Learn it, Love It, Live It | John Ankerberg Show

Learn it, Love It, Live It

By: Dr. Steven C. Riser
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By: Dr. Steven C. Riser; ©2009
In this article we will consider a value that is very important to God and I trust to us as well – the subject of biblical authority. Orthodox Christians believe that God’s Word is the final authority for our lives – it is the only infallible rule of faith and practice.

In this article we will consider a value that is very important to God and I trust to us as well – the subject of biblical authority. Orthodox Christians believe that God’s Word is the final authority for our lives – it is the only infallible rule of faith and practice. Our text is Luke 5:1-11:

One day as Jesus was standing by the Lake of Gennesaret, with the people crowding around him and listening to the word of God, he saw at the water’s edge two boats, left there by the fishermen, who were washing their nets. He got into one of the boats, the one belonging to Simon, and asked him to put out a little from shore. Then he sat down and taught the people from the boat. When he had finished speaking, he said to Simon, “Put out into deep water, and let down the nets for a catch.” Simon answered, “Master, we’ve worked hard all night and haven’t caught anything. But because you say so, I will let down the nets.” When they had done so, they caught such a large number of fish that their nets began to break. So they signaled their partners in the other boat to come and help them, and they came and filled both boats so full that they began to sink. When Simon Peter saw this, he fell at Jesus’ knees and said, “Go away from me, Lord; I am a sinful man!” For he and all his companions were astonished at the catch of fish they had taken, and so were James and John, the sons of Zebedee, Simon’s partners. Then Jesus said to Simon, “Don’t be afraid; from now on you will catch men.” So they pulled their boats up on shore, left everything and followed him.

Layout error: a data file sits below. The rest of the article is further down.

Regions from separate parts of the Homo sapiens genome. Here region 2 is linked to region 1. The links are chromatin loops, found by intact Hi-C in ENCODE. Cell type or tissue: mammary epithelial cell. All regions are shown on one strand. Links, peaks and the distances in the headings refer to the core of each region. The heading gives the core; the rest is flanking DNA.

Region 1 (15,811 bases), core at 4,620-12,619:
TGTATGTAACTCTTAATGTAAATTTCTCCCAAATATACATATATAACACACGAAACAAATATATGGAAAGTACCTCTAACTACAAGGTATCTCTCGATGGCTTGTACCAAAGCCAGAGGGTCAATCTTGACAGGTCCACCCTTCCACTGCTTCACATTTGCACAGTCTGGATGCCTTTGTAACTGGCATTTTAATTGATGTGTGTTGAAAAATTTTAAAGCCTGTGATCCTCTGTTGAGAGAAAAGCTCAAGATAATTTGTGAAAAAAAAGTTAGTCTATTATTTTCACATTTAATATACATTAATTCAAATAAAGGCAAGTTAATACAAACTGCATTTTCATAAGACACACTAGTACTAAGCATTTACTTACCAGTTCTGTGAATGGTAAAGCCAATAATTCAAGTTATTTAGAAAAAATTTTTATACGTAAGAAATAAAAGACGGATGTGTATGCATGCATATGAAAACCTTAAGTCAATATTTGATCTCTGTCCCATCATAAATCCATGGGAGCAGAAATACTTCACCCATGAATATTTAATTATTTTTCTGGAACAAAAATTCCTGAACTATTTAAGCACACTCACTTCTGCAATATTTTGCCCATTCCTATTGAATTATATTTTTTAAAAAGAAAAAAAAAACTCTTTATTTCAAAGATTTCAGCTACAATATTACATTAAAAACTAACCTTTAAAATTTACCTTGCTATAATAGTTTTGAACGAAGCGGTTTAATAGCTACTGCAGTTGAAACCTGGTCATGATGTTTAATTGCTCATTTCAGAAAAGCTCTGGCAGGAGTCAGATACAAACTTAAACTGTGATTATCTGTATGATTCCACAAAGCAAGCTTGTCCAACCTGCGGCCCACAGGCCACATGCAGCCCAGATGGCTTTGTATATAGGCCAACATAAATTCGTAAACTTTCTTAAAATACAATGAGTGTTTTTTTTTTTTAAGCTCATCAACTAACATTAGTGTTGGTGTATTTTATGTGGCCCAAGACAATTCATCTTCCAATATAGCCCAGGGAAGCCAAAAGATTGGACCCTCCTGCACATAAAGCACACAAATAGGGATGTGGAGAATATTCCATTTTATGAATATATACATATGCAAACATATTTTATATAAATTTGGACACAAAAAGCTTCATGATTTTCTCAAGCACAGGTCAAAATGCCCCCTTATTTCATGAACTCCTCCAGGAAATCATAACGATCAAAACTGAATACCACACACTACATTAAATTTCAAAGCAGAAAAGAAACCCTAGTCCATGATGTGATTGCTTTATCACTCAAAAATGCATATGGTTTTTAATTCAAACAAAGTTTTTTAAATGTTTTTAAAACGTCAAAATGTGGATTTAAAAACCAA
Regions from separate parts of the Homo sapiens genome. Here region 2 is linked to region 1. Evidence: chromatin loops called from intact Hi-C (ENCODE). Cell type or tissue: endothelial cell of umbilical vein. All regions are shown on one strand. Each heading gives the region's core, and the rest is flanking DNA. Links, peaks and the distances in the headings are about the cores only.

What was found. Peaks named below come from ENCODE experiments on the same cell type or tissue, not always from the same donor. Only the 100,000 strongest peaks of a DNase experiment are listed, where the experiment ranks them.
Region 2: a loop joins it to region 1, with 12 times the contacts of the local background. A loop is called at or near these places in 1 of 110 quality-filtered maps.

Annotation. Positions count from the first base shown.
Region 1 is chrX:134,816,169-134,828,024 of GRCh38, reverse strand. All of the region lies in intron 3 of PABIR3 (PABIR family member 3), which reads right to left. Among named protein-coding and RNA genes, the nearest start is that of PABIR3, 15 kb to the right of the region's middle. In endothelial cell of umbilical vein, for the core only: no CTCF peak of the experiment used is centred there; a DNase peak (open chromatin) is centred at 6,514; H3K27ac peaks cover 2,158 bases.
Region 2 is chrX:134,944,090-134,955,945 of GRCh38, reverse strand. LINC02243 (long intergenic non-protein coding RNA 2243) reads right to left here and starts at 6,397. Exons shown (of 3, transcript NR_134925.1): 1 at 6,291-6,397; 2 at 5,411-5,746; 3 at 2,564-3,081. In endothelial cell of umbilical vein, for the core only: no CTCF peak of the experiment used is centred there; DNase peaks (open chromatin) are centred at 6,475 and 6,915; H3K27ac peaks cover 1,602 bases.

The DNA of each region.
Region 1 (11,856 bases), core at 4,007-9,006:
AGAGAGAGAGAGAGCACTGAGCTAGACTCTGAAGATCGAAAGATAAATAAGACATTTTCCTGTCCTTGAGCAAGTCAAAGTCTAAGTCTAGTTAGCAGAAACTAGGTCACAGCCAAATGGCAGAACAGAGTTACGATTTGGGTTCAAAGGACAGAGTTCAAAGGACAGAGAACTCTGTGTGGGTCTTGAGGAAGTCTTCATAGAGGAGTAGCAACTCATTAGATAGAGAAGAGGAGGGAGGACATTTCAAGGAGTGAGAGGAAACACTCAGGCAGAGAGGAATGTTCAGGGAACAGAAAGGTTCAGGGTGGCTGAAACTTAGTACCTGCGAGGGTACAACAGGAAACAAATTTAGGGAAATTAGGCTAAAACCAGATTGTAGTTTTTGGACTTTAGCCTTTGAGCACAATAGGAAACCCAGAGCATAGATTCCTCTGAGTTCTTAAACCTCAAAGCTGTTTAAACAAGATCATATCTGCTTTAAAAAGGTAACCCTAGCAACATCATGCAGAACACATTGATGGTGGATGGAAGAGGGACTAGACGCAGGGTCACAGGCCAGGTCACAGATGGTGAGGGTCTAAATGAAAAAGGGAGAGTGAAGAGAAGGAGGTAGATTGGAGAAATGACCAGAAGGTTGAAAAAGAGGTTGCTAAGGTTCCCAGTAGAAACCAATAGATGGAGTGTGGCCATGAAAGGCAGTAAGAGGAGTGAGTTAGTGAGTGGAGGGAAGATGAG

It’s a beautiful story of our Lord coming into the lives of the disciples and changing their lives. What will God’s Word do for us if we allow it to have the same place in our hearts that the disciples allowed Jesus to have on them? I’d like to share some observations about this story.

I. Five Observations about Luke 5:1-11

In this text, we see a dramatization of this core value in Peter’s life. As with Peter…